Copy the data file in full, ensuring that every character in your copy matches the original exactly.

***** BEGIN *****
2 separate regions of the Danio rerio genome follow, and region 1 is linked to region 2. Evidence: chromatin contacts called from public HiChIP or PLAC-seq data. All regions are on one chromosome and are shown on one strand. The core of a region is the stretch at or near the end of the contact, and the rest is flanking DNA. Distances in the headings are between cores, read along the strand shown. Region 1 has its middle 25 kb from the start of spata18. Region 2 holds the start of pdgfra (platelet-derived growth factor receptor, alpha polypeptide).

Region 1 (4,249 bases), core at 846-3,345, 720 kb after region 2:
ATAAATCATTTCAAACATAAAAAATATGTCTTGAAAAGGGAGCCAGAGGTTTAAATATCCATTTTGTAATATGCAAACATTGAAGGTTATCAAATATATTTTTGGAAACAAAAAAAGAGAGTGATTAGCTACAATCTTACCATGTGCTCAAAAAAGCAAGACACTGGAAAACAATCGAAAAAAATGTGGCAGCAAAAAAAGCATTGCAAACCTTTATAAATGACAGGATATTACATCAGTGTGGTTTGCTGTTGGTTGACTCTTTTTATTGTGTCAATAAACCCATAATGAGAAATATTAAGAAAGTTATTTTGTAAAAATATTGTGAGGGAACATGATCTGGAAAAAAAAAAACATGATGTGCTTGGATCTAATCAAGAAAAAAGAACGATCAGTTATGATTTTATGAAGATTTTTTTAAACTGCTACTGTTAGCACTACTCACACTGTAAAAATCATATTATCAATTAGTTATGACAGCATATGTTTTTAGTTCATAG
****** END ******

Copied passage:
2 separate regions of the Danio rerio genome follow, and region 1 is linked to region 2. Evidence: chromatin contacts called from public HiChIP or PLAC-seq data. All regions are on one chromosome and are shown on one strand. The core of a region is the stretch at or near the end of the contact, and the rest is flanking DNA. Distances in the headings are between cores, read along the strand shown. Region 1 has its middle 25 kb from the start of spata18. Region 2 holds the start of pdgfra (platelet-derived growth factor receptor, alpha polypeptide).

Region 1 (4,249 bases), core at 846-3,345, 720 kb after region 2:
ATAAATCATTTCAAACATAAAAAATATGTCTTGAAAAGGGAGCCAGAGGTTTAAATATCCATTTTGTAATATGCAAACATTGAAGGTTATCAAATATATTTTTGGAAACAAAAAAAGAGAGTGATTAGCTACAATCTTACCATGTGCTCAAAAAAGCAAGACACTGGAAAACAATCGAAAAAAATGTGGCAGCAAAAAAAGCATTGCAAACCTTTATAAATGACAGGATATTACATCAGTGTGGTTTGCTGTTGGTTGACTCTTTTTATTGTGTCAATAAACCCATAATGAGAAATATTAAGAAAGTTATTTTGTAAAAATATTGTGAGGGAACATGATCTGGAAAAAAAAAAACATGATGTGCTTGGATCTAATCAAGAAAAAAGAACGATCAGTTATGATTTTATGAAGATTTTTTTAAACTGCTACTGTTAGCACTACTCACACTGTAAAAATCATATTATCAATTAGTTATGACAGCATATGTTTTTAGTTCATAG